20 Lessons from 20 Years
February marks two milestones in my professional career. Seventeen years ago I had the privilege of becoming Rather & Kittrell’s first employee. Twenty years ago, I began my career in financial planning. I’ve had thousands of conversations about money and the circumstances surrounding it during that time. What follows are 20 truths I’ve learned during that time.
- Investors tend to benchmark their returns against the S&P 500, cash in the bank or a relative (friend, golfing buddy, etc). It’s easy to compete against hindsight because foresight doesn’t exist in investing.
- Giving is the best antidote for combating greed and selfishness.
- Success in one area of life doesn’t automatically lead to success in other areas.
- Life is a lot less complicated if decisions are made based on what’s right versus exclusively on the financial benefit.
- The two most dangerous words in investing are “always” and “never.”
- Humility and fortitude are significantly more important to an investor than a high IQ.
- A home will make you plenty of memories, but rarely any money. Housing prices have typically risen at about the same rate as inflation in our country. That said, after mortgage interest, taxes, maintenance, insurance and all the “stuff” we add to our homes, cash gives us a better return. Unfortunately, cash doesn’t provide much shelter from the elements.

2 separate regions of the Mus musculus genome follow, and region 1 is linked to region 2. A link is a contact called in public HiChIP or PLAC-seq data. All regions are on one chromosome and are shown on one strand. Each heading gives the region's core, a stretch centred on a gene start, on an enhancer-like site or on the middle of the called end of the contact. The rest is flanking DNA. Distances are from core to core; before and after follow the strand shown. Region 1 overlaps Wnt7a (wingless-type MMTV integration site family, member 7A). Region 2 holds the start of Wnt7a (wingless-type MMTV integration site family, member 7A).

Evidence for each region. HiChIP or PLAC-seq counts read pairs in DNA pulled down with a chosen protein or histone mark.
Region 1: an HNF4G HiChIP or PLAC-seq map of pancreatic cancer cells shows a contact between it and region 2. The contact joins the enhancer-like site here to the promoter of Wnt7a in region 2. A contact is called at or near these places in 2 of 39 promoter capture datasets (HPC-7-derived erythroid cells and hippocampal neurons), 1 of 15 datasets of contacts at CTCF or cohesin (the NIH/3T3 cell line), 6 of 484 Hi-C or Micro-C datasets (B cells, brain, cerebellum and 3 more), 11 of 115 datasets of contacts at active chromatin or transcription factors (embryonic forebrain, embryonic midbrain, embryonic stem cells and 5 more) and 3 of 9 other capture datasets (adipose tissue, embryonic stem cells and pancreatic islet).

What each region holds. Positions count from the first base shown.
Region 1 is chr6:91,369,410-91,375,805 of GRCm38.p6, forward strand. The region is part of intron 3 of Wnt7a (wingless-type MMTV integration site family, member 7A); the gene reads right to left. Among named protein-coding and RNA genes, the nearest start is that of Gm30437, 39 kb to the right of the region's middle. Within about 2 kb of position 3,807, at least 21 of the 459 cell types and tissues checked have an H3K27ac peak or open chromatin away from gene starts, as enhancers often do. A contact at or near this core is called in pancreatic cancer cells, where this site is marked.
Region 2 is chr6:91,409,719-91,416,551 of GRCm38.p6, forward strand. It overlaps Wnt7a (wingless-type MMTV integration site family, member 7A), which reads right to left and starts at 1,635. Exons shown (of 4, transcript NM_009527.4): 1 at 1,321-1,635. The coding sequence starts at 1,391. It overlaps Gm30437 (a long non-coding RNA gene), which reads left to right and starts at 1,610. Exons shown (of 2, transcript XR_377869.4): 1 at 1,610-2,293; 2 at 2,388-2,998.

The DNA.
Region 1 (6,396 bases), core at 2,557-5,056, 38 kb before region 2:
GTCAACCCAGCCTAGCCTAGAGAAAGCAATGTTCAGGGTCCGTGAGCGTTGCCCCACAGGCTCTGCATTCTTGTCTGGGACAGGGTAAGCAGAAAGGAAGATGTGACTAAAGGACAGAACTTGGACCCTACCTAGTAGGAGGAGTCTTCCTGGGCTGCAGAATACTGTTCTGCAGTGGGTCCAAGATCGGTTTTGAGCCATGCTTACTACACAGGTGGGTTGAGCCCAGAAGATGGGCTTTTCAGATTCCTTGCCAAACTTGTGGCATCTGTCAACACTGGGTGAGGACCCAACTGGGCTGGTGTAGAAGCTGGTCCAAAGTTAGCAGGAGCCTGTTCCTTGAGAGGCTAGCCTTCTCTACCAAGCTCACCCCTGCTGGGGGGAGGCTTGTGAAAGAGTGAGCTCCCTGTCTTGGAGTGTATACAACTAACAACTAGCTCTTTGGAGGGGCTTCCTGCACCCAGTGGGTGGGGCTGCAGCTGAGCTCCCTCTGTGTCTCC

- I think people would be shocked to know how many financial professionals don’t adhere to the same advice they give their clients.
- The likelihood of a successful marriage improves exponentially if the husband and wife talk openly about money. Candid conversations about money also provide children a better shot at developing into functional adults.
- What the investment media tries to pass off as information and research is merely entertainment used to sell something.
- If you gave me all the economic data for the upcoming year in the United States, I still couldn’t tell you how the S&P 500 index would perform. It’s virtually impossible to forecast capital market returns based on the economy and vice versa because the two aren’t perfectly correlated.
- Every trade in the capital markets is a result of what two people think. Markets trade on expectation and sentiment because fundamentals are subjective. With money, as with life in general, just because you can doesn’t mean you should.
- Your greatest investment is in yourself. Human capital pays higher returns than investment capital.
- If everything has to go perfectly for an opportunity to be a good deal, then it’s not a good deal.
- Investing is one area of life where greater activity does not necessarily translate into better results. That’s why meaningful planning tends to suppress the urge to react to trends or the daily news.
- Life is full of transitions, most of which involve money. Simplifying these transitions with clarity and purpose leads to peace of mind. At the end of the day, people just want peace of mind when it comes to their money.
- Money is a lot more personal than we sometimes think. As a result, the deeper the conversations we have with clients, the more impactful the planning experience becomes.
- Investing is critical for all of us to accomplish our goals, but it can’t be done well in the absence of meaningful planning.
- Preparing ones estate for distribution and tax consequences is important, but preparing ones heirs for their inheritance is even more critical.
My friend, Dave Ramsey, once told me the beauty of balance in life is that it fills your tank. I am thankful for my faith, family, friends, clients and a profession that provides me perspective on a daily basis. I can’t wait for all I will learn and see in the next twenty years of my journey.